In 2012 I bought a 4 piece (12, 13, 14, 20) in blue onyx just because I wanted a vintage Rogers set. It is def a players kit.
It had Ludwig tom mounts which I removed. The dbl tom mount/post was not there and the wrap is split on all but the 13" ...go figure.
From what I've seen the onyx line of finishes (even the Slingerland versions-same Delmar wrap I believe) were notorious for splitting.
There are people here who are a lot smarter than me that can tell you why.

I paid about $400 and picked them up myself. (I think today the 14" FT even with the split is prob worth that much)
Later I added a 10" Big R tom and rewrapped with blue onyx Delmar wrap from Precision (spot on match to the other drums).

I primarily use them at home for recording drum tracks. They are perfect for that.

Over the years I've gigged out with them about a dozen times (most recently two weeks ago) I don't think I've ever played a gig where one of the other musicians or even an audience member hasn't complimented me on the way the drums sound (def a case of the drums not the drummer here).

I've never played a kick drum with so much punch. The 14" FT also had depth and tone beyond what I thought any 14" could produce.
When I play two toms up I mount the 12 and 13 on Rims mounts to my Tama tom stand -works well and the unsightly tom mount hole faces me, away from the audience.

Sometimes I'll just bring the 12" tom and mount it on a snare stand.

I've acquired some original parts here & there (building it "One Piece at a Time") with an eventual goal of restoring it back to original Swivo tom holder configuration but I'm in no real hurry as what I have works well for my needs..

I play coated Emperors over coated Ambassadors, but also had great results a few years ago with Aquarian Studio Xs over the Ambassadors.

Good luck with your decision!
 

Tama CW

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Seller doesn't impress with leaving so many loose ends on that kit. No muffler, worn out heads, mixed hardware, black interior, no tags, etc. Yeah, just "snap" your fingers and all that stuff is "fixed."
And they started out asking $1100 for it! Can you be sure it's not a re-wrap? On top of that you'd have to pay shipping and taxes - about $1000 all in. Despite the shiny blue exterior, that kits appears beat to me.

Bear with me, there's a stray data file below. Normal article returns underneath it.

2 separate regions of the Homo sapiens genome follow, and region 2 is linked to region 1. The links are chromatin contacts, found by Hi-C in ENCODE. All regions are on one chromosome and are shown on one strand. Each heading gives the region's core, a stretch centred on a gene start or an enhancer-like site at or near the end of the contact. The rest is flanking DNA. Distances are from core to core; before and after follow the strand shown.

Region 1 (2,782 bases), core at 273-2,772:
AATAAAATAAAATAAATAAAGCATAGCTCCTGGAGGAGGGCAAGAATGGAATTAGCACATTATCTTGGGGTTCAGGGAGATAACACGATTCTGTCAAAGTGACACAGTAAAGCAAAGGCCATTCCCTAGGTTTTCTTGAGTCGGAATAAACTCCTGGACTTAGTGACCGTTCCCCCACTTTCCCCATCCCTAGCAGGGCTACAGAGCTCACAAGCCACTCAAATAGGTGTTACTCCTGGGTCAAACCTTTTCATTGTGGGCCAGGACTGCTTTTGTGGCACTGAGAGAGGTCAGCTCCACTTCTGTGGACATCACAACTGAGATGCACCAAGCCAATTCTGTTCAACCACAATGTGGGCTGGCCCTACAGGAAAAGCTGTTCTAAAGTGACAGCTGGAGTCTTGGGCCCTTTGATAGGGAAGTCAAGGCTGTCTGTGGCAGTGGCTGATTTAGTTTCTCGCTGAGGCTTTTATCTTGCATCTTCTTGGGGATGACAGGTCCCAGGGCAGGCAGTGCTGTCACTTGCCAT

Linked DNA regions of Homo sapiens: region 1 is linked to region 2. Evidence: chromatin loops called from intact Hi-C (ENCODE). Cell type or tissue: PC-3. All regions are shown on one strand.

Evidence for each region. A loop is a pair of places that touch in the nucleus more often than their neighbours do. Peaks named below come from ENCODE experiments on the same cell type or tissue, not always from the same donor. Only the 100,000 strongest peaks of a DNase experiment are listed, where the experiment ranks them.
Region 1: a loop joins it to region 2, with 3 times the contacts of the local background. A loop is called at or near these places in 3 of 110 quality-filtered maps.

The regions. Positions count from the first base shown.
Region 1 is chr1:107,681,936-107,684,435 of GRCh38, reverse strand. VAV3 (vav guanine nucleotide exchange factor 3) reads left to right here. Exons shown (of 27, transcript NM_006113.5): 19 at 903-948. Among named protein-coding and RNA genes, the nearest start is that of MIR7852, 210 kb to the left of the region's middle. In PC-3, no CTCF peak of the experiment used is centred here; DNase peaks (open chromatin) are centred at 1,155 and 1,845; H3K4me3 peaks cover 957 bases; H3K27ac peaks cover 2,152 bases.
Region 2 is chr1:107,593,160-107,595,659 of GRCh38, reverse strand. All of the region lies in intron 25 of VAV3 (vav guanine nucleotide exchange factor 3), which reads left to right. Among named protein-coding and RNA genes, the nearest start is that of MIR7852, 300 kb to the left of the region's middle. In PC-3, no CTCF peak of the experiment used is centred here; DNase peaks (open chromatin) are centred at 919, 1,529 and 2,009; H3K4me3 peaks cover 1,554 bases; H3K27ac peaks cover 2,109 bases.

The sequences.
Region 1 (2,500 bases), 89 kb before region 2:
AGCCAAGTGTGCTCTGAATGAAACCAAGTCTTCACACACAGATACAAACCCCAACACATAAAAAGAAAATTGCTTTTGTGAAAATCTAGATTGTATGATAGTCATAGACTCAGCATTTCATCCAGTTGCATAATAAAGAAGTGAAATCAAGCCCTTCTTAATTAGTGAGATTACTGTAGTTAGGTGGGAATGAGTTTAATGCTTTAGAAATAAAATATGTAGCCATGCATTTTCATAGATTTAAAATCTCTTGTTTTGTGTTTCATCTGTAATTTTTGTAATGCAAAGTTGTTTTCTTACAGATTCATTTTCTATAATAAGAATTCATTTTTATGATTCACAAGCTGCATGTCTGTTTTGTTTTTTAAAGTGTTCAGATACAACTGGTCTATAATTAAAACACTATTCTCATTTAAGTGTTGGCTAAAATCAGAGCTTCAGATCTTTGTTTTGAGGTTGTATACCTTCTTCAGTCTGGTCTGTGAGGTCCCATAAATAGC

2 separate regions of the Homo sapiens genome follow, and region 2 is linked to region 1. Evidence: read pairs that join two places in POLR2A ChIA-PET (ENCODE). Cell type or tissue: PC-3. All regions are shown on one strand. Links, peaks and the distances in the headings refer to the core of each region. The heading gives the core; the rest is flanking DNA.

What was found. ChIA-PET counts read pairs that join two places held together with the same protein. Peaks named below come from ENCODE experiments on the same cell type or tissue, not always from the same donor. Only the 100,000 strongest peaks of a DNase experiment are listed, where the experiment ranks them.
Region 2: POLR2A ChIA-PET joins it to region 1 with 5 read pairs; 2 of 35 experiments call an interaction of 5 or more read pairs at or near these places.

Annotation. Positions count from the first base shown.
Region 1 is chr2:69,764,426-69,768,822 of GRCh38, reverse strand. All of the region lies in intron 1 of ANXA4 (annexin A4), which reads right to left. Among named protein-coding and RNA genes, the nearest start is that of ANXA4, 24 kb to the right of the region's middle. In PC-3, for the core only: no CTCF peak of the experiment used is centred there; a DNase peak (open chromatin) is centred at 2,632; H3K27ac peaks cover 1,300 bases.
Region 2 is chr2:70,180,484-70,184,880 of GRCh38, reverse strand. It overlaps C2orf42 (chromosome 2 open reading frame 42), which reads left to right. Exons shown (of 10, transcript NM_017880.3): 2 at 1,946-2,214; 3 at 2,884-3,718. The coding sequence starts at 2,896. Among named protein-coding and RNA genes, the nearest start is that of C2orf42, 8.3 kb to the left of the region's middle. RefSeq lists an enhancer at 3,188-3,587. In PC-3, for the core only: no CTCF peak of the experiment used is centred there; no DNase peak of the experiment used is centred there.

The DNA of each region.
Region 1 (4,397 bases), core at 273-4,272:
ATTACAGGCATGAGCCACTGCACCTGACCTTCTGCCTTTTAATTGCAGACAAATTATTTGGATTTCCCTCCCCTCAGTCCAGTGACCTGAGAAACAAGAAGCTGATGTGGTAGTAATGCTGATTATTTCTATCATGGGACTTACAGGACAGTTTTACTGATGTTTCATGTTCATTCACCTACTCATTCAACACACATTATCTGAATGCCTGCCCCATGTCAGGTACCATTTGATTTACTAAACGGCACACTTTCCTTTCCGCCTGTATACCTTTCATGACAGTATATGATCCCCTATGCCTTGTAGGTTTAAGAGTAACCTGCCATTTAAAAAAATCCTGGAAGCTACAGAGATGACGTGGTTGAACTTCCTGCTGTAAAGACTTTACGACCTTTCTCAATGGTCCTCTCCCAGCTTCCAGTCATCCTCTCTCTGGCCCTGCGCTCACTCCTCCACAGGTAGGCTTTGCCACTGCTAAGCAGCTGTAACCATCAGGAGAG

Learn more about Rogers and other vintage 60's and 70's drums. Keep poking around and learning. When the right deal comes around you'll know it. While that black interior may not bother you today....it probably will someday.....
and in particular on the day it comes time to sell the drums.

Seems like you can find a much cleaner and more correct 12,13,16,22 kit locally. And with local kits, you can often get cymbals and hardware tossed in for a huge discount....to considerably offset the price of the drums.
 

GrandfatherOdin

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Seller doesn't impress with leaving so many loose ends on that kit. No muffler, worn out heads, mixed hardware, black interior, no tags, etc. Yeah, just "snap" your fingers and all that stuff is "fixed."
And they started out asking $1100 for it! Can you be sure it's not a re-wrap? On top of that you'd have to pay shipping and taxes - about $1000 all in. Despite the shiny blue exterior, that kits appears beat to me.
Learn more about Rogers and other vintage 60's and 70's drums. Keep poking around and learning. When the right deal comes around you'll know it. While that black interior may not bother you today....it probably will someday.....
and in particular on the day it comes time to sell the drums.

Seems like you can find a much cleaner and more correct 12,13,16,22 kit locally. And with local kits, you can often get cymbals and hardware tossed in for a huge discount....to considerably offset the price of the drums.
I feel you, I can see where you're coming from when you say this isn't the best deal in town. Unfortunately there's not a wealth of local Rogers kits in my neck of the woods out here in Indiana. Infact the only drums somewhat local to me right now that have the words Rogers on them is a single R360 kit, and those aren't even American-made Rogers. Those were japanese kits by Yamaha with some Rogers hardware on them. It seems to me that you'd have to find a killer deal online which is fairly rare through ebay or reverb, and then you have to hope that some other vintage shark doesn't swoop in and buy it out from under you to store in their dusty storage unit.